We inch along like turtles in a rabbit race, two small hands gripping mine. Back and forth, back and forth as the music blares and the rainbow of lights swirls around us and the more experienced skaters weave around us like we are part of an obstacle course.
The two hands gripped tighter as their feet failed them and gravity pulled them toward the floor. Me, the only sure-footed, non-roller skating one, held them up as best I could. They giggled as their butts hit the floor again and again.
Eventually the older one, our girl child, who had been invited to the skating party, found a rhythm that worked for her. She and a friend stuck to each other and circled the inside of the rink at their beginner’s pace. They fell. They got back up. They kept skating.
Meanwhile, the boy and I stuck to the inside ring set aside for beginning skaters. I walked. He moved his feet back and forth while wobbling and trying to fall. I think he liked the falling more than the skating. I gripped his hand, pulled him up and kept walking. If we’d had another hour, he would have gotten the hang of it.
I watched as other parents laced up their own skates before taking their kids onto the roller rink floor. Part of me wanted to skate, too. But mostly I was glad to be in control of my own feet so I could help the kids learn.
“I waited patiently upon the Lord; he stopped to me and heard my cry. He lifted me out of the desolate pit, out of the mire and clay; he set my feet upon a high cliff and made my footing sure.” — Psalm 40:1-2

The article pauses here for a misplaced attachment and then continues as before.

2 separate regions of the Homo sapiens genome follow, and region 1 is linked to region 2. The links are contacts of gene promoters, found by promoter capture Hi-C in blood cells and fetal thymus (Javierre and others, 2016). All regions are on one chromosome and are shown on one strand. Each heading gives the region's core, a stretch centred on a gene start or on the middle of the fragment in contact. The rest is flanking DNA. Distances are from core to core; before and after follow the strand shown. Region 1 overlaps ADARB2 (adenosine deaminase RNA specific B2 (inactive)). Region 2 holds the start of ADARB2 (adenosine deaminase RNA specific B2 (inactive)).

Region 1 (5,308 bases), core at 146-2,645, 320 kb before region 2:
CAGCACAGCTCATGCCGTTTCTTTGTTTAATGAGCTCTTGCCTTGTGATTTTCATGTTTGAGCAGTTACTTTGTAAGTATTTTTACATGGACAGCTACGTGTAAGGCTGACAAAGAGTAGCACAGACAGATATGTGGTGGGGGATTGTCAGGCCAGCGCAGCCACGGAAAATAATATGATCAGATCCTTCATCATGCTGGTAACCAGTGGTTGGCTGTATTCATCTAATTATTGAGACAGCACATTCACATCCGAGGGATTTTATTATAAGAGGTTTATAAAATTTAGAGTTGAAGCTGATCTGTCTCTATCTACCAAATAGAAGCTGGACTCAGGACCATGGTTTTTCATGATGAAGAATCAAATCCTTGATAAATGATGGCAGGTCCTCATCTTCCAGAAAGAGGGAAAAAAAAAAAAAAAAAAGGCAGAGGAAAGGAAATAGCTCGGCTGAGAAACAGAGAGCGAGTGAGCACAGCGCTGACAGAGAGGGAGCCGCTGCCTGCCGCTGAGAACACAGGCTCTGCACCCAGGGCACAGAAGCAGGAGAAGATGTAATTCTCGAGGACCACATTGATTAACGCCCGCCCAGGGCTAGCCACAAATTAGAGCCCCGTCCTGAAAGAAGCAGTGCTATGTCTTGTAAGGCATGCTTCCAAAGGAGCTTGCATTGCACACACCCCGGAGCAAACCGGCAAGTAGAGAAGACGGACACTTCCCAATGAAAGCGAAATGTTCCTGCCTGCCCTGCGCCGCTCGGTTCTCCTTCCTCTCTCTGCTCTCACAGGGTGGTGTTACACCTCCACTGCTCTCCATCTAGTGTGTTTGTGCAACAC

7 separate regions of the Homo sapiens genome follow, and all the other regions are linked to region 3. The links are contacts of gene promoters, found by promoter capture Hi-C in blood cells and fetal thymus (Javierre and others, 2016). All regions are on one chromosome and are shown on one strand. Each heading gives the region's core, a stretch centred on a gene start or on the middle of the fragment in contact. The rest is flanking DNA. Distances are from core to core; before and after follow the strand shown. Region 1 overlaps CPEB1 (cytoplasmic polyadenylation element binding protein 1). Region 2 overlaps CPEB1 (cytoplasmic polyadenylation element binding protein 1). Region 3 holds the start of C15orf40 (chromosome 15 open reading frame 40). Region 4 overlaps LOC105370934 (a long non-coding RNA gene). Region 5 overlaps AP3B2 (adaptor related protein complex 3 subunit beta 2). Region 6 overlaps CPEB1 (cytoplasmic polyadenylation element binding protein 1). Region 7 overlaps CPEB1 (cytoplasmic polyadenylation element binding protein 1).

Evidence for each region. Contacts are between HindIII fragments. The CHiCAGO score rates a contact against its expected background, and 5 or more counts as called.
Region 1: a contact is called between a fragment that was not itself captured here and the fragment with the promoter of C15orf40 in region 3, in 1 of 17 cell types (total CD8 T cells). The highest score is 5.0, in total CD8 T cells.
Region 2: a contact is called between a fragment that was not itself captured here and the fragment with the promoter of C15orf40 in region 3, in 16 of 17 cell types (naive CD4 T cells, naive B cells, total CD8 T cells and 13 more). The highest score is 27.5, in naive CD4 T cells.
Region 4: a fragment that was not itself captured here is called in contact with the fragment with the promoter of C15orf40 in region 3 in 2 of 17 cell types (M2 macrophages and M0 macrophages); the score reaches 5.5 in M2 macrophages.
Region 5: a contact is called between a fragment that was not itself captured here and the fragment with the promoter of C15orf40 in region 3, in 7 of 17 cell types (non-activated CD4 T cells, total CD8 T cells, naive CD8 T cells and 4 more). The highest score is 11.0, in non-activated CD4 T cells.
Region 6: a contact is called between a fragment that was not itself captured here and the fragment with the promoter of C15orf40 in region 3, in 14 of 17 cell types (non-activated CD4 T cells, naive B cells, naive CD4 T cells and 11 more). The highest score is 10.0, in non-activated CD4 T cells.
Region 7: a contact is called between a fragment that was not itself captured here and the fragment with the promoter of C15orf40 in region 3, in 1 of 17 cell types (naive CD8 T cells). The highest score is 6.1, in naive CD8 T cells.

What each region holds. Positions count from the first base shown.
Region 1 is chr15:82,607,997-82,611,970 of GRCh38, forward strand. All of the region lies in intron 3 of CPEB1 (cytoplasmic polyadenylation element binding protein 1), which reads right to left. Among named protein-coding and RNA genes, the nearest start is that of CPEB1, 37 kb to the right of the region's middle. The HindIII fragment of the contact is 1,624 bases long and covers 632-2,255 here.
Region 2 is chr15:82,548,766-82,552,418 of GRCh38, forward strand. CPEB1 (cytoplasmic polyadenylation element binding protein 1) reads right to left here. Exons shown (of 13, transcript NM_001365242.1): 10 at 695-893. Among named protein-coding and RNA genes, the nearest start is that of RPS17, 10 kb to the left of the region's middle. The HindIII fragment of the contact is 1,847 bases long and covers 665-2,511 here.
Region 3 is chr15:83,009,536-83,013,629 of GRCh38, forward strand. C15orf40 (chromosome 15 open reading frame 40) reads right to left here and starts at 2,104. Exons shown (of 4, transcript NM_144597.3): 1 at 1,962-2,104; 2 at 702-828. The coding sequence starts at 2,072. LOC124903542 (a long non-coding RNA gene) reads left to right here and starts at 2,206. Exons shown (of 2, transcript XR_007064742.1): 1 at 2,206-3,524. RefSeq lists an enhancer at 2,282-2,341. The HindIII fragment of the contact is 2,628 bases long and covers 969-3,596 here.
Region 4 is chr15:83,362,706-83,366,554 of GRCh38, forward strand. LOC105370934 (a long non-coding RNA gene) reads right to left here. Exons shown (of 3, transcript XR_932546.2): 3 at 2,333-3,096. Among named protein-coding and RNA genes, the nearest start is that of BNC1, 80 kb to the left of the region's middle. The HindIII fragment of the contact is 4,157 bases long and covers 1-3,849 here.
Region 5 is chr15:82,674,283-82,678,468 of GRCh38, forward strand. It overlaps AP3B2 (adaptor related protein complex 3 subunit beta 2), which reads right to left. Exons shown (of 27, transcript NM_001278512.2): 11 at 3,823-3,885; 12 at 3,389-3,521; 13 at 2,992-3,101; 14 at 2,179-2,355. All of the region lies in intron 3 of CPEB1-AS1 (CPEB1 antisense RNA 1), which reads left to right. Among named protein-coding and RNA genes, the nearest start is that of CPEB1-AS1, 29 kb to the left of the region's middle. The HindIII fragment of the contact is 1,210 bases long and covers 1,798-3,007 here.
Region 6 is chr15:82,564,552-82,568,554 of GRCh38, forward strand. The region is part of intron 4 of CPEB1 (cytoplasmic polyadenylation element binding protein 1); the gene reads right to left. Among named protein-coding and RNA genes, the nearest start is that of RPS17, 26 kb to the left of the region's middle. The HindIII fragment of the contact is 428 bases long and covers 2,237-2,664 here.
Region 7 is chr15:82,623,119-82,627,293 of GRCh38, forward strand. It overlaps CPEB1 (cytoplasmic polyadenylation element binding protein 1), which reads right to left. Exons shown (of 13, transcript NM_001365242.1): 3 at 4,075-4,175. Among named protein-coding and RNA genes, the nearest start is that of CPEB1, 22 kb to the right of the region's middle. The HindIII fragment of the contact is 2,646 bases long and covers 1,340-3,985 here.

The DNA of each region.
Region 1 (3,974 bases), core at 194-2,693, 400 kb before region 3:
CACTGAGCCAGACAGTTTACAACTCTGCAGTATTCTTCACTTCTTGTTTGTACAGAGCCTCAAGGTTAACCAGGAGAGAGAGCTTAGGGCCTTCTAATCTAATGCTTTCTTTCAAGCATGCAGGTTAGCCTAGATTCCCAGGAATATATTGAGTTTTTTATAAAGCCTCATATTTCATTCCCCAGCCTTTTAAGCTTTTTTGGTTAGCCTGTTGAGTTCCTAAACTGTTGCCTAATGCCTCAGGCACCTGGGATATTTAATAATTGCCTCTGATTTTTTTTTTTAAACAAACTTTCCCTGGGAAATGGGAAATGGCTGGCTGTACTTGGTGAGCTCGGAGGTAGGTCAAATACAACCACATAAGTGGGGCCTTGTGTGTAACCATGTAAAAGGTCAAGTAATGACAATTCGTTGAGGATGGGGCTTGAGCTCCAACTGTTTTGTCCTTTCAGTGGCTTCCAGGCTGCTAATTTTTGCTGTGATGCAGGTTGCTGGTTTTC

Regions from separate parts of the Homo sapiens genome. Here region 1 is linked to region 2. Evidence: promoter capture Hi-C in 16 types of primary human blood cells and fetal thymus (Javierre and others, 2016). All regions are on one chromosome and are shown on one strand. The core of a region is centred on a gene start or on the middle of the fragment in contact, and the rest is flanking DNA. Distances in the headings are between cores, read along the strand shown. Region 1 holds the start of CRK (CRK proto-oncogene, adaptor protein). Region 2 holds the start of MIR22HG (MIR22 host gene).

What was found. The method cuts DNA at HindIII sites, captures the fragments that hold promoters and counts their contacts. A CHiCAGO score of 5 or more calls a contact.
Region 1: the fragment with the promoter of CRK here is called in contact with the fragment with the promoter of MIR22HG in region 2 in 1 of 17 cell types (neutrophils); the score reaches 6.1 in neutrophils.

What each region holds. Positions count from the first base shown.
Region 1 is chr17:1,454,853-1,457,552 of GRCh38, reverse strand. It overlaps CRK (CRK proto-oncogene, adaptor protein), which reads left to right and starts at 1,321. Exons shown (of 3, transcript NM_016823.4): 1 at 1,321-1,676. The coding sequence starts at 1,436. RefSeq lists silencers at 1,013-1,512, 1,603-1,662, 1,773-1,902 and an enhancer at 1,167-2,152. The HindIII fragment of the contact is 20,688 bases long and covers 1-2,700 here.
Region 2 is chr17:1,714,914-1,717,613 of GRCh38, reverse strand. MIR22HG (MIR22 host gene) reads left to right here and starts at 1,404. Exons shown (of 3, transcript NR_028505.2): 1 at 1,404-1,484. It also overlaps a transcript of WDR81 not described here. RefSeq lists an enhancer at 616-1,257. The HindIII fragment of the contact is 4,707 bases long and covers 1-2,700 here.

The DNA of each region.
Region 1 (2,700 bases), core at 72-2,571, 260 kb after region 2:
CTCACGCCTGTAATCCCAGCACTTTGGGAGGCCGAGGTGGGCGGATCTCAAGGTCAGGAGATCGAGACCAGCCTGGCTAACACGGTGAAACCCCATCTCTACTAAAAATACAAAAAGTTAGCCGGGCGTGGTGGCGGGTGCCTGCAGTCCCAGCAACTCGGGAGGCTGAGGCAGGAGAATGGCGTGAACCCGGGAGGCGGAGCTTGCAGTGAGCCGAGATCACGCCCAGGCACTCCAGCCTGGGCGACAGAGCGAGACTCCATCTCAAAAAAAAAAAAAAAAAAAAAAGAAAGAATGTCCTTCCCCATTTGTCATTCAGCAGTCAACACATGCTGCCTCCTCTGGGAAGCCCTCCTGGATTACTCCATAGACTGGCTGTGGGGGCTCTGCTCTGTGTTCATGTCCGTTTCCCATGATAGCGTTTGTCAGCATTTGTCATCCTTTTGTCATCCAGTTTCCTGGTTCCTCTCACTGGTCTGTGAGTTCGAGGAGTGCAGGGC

It is winter and the weather is finally showing it. Some mornings we wake to snow or ice on the roads, the driveway, the sidewalks. Some days, it sneaks up on us, like yesterday when we stepped outside at 4 in the afternoon to find icy patches on the walk leading up to our house, on the driveway and the road. We slipped and slid as we searched for footing to cross to the parking lot where we’d pick up our daughter from school. There were patches, here and there, of grass or snow that helped us along on the path.
But our steps were cautious.
We held onto each other, to trees, to the car.
Falling was possible. And we had each other.
“How firm a foundation, ye saints of the Lord,
Is laid for your faith in His excellent word!
What more can He say than to you He hath said,
To you who for refuge to Jesus have fled?”
I feel, sometimes, that there is no such thing as a firm place to stand. Literally or figuratively. That all of life is changing, shifting, flowing, moving. And me, along with it.
This does not bother me as much as I think it should. I’m not big on change. I like things predictable. Planned. Expectations to be met. (I don’t ask for much, right?) I don’t mind new things or innovation or creative solutions, but I often take my time getting used to them. And then something else changes and I have to get used to that all over again.
I’m certainly not quick to change, but I am changing. That’s not bad.
But sometimes in the changing, I feel like I’m falling. Or slipping. Or being un-done.